What’s this about governments spying on their closest allies?

We called it “the bubble.” It was a 12-by-15-foot acoustic conference room made of clear plastic and aluminum. There were at least five inches of space between the walls of the bubble and the walls of the room in which it was located. The bubble’s plastic walls, ceiling and floor allowed visual inspection for electronic listening devices, or “bugs.”

As an extra security measure, a noise-generating machine was installed in the outer room to prevent interception of any discussions of classified information within the bubble. The first U.S. “bubble” was installed after hidden microphones were found in American diplomatic missions in Moscow, Prague and elsewhere in the 1960s.

Our bubble, within a room on an upper floor of the U.S. Embassy in Bad Godesberg, West Germany, was a countermeasure against possible technical penetration by the Soviet KGB and East German Stasi. But Eastern Bloc countries weren’t the only concern. Our bubble allowed classified discussions to occur beyond the hearing of our host and ally, the-then Federal Republic of Germany, and the French and British embassies. That was nearly 50 years ago.

This year, in my current capacity, I was sitting in the office of an ambassador in Washington when a member of his staff alerted him to an important call. There was a phone on the ambassador’s desk. But he left the room to take the call.

It turns out that his prime minister was calling from overseas. The ambassador went to a secure location in the embassy where he could conduct a confidential conversation. True, he was in the capital city of his nation’s closest ally. But the matter to be discussed was for the ears of his countrymen only, U.S. friendship notwithstanding.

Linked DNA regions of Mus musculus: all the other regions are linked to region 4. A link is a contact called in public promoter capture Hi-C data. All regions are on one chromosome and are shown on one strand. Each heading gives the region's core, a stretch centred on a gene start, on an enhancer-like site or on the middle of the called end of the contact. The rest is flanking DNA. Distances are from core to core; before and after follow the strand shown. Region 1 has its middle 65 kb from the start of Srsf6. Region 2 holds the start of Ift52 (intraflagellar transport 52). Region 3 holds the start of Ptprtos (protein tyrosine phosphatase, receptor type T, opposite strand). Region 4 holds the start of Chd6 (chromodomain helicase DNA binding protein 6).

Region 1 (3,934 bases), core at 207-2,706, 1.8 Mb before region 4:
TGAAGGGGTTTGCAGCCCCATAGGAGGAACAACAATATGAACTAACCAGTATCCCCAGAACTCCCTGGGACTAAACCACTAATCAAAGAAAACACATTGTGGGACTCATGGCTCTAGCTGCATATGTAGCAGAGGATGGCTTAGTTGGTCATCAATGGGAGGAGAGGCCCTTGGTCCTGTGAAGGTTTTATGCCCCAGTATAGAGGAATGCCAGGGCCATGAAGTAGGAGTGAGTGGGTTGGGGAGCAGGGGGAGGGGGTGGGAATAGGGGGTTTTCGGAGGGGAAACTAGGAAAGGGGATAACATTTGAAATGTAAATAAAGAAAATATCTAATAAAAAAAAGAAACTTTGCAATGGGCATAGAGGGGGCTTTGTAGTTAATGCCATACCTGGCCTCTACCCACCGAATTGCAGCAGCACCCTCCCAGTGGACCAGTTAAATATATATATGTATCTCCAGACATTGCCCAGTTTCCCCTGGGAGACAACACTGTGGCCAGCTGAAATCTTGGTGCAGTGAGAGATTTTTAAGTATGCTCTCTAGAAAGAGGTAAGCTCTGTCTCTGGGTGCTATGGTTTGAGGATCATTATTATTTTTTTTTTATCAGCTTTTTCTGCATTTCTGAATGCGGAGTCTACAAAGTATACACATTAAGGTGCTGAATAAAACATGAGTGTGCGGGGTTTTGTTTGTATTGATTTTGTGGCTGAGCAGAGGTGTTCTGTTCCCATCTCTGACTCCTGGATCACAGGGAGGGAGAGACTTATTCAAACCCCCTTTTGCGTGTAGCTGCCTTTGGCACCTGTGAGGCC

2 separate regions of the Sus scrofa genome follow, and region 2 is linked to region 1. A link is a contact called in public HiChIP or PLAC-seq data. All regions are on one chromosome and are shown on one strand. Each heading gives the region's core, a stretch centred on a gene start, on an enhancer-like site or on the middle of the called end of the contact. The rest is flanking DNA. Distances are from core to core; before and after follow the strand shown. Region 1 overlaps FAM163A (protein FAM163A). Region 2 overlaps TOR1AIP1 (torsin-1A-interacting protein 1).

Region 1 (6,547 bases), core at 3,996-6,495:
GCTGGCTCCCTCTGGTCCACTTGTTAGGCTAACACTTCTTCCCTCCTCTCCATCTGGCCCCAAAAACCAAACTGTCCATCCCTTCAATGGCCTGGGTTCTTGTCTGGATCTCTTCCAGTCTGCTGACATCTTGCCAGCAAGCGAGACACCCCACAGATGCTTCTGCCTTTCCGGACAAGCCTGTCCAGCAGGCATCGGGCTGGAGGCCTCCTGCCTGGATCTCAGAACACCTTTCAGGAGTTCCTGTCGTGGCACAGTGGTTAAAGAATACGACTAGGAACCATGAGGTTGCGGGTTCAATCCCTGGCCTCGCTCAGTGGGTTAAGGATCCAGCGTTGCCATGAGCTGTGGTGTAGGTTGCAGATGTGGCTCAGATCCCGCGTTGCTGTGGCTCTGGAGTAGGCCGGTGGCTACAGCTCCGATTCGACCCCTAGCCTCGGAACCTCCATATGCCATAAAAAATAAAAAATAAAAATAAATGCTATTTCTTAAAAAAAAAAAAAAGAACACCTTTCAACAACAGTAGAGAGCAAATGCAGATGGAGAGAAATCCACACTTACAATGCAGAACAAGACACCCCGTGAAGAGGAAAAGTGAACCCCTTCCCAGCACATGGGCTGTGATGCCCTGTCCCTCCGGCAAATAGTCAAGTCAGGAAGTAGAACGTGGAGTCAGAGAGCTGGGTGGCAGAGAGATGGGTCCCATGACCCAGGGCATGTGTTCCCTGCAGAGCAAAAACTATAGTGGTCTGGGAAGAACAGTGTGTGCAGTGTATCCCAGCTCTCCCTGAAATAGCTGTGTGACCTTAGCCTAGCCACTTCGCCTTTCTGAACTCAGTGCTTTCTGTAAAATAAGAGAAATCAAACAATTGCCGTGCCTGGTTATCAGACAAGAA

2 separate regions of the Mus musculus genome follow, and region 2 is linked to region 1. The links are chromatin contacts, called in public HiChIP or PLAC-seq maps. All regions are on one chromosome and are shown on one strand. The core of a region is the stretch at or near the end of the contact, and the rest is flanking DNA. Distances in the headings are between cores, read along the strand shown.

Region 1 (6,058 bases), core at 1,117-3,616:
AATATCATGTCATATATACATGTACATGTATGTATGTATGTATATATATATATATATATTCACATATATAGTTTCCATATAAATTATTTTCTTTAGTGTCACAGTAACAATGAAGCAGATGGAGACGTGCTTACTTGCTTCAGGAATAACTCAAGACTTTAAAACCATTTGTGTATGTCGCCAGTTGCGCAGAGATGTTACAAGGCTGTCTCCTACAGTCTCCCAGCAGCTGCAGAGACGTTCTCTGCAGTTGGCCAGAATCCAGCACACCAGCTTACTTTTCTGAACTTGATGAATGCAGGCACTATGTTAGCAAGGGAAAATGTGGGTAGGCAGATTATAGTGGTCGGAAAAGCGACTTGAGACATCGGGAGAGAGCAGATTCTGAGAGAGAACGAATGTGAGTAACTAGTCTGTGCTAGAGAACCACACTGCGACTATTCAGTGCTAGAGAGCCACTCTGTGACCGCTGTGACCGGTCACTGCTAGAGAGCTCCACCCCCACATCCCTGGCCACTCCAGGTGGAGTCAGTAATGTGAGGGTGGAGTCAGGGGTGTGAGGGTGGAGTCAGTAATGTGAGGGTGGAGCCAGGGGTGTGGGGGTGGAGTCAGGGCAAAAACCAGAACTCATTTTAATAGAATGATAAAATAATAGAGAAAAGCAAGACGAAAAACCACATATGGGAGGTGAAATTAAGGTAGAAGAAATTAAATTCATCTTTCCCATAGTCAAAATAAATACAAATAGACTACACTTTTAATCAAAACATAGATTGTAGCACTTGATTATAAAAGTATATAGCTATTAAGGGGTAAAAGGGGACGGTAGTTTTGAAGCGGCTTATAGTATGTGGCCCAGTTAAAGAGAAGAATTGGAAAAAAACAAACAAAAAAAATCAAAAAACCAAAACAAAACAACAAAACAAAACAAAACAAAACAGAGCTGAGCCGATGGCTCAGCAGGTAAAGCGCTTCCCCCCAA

Today, as the United States has been doing for decades, close allies in Europe, the Middle East and elsewhere take similar precautions even when their missions are in friendly countries.

Gentlemen may know that it is bad form to read each other’s mail or to eavesdrop. But in diplomacy and national security, the desire to know what another country is up to tends to overwhelm any sense of rectitude.

Consequently, the European outrage over snooping among friends may be slightly overdone. Which takes us to an indelicate question: Why is a foreign leader communicating by text messages and smartphone? The most junior Foreign Service officer or government civil servant entrusted with sensitive information assumes that emails and cellphones are susceptible to eavesdropping. What makes a head of state behave as if he or she is immune from monitoring?

Which brings up another tactless question: Why haven’t the security services of those foreign leaders developed countermeasures to prevent spying on personal communications? The naïveté of outraged foreign leaders and their vulnerability to spying are nearly — but not totally — as surprising as the scale of NSA snooping.

The NSA revelations, meanwhile, should not draw attention away from the revelations’ primary source: Edward Joseph Snowden.

How in the world is it possible that a high school dropout with a GED, a community college student who didn’t graduate, a failed Army recruit and security guard can catapult himself into a CIA information technology job, an overseas posting and subsequently a $200,000-a-year job with a company contracted to do NSA work in Hawaii, where he was able to gain access to the crown jewels of America’s secrets?

Whistleblower, traitor, patriot: Debate the labels all you want. The government has charged him with espionage. Take it up with Attorney General Eric Holder. I want to know how Snowden got his hands on so much of the nation’s most sensitive intelligence and was able to flee the country, all within three months.

Damage? Done by the U.S. government to itself.

Colbert I. King is a columnist for The Washington Post.